We’ve been rockin’ and rollin’ here in So Cal over the last few days. Here’s our go-to list of resources to help you prepare for an earthquake.
We both grew up in Southern California and have lived through several big earthquakes. Thankfully, never near the epicenter but experiencing an earthquake can be quite frightening. Over the last few days, Southern California has been hit with two sizable earthquakes that have made us realize we are not prepared for the big one. We’ve put together a list of resources on how to prepare for an earthquake and hope that you’ll join us.
I was in a restaurant during Friday night’s 7.1 magnitude earthquake. When it happens, you always start looking around to see if anyone else is reacting. What did I do? Nothing. I sat there and rode it out. Smart? Probably not. I totally disregarded all the earthquake preparation most Southern Californian kids receive growing up.
What You Should Do Before an Earthquake?
It’s all about preparation. At the very least, every home should be equipped with a fire extinguisher, first-aid kit, battery powered radio, flashlight and extra batteries.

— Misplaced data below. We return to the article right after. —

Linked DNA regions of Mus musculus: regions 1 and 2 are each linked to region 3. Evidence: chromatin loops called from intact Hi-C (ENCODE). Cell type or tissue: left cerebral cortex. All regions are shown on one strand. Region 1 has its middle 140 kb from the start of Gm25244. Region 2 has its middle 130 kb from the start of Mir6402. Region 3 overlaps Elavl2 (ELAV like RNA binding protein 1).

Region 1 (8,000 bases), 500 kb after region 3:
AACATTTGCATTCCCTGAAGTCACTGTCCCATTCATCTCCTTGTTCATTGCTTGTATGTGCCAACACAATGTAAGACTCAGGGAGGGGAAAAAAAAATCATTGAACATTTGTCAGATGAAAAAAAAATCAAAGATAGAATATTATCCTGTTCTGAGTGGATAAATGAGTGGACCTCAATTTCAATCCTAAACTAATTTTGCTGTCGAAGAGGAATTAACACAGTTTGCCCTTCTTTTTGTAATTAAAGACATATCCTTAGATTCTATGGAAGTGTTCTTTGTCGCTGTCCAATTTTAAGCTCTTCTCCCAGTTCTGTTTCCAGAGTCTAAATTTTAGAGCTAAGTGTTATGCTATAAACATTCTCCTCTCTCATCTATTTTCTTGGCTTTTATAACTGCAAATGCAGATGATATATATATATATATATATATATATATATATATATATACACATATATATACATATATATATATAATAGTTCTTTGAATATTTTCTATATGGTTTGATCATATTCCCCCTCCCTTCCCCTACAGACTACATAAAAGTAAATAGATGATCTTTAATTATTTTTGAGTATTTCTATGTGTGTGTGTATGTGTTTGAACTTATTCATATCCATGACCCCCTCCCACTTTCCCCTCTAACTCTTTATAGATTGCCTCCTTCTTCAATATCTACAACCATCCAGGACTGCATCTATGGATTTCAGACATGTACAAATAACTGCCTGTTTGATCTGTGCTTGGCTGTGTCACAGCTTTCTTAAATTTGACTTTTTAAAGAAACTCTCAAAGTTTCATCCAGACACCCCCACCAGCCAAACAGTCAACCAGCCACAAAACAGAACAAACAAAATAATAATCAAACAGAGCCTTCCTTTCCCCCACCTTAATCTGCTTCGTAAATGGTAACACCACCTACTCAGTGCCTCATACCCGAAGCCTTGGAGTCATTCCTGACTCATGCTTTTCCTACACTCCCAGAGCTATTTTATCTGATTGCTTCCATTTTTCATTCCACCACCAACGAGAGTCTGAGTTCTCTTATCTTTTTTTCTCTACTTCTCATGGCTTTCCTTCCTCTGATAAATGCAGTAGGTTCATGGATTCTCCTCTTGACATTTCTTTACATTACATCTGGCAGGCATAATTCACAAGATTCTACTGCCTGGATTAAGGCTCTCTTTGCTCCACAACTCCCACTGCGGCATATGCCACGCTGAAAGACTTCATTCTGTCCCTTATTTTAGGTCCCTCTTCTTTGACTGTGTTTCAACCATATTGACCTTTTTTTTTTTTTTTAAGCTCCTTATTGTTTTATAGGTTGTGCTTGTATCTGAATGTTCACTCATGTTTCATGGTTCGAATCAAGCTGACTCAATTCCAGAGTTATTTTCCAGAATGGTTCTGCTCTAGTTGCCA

Fire can be the most destructive after an earthquake. It’s imperative that you know how to turn off the gas.
Avoid displaying heavy objects on shelves and anchor any large furniture.
I really like this manageable 8-week challenge from Bowl of Lemons on how to prepare for an emergency. It’s not specific to earthquakes but any emergency. It covers everything from storage, basic needs, first-aid, emergency contacts and cash, supplies, pet and hygiene care and comfort.
Create an emergency plan with your family. We like this step-by-step plan from Ready.gov.
What to do when an Earthquake starts?
Let’s assume you are in your home during an earthquake. From shakeout.org, you should Drop, Cover and Hold On. It’s important to stay low and cover your neck and head. If you are in bed, you should stay there and cover your head. However, if you are laying under a light fixture or near a window, you should take cover under a table or corner away from a window.
You should NEVER stand in a doorway. It’s been proven not to be the sturdiest structure in homes. Instead, get under a table or desk.
Do NOT follow the “triangle of life” method which suggests you should drop next to a table instead of underneath it. The “triangle of life” method has been proven inaccurate and dangerous by experts.
Things to Do After an Earthquake
First and foremost, check yourself and others for injuries. Also see this extensive check list for what else to do following an earthquake.
As much as we joke that we’d rather experience an earthquake over a tornado, earthquakes are no laughing matter and preparation is key to surviving this natural disaster.
Now tell us, who is joining us in preparing our homes in case of a major earthquake?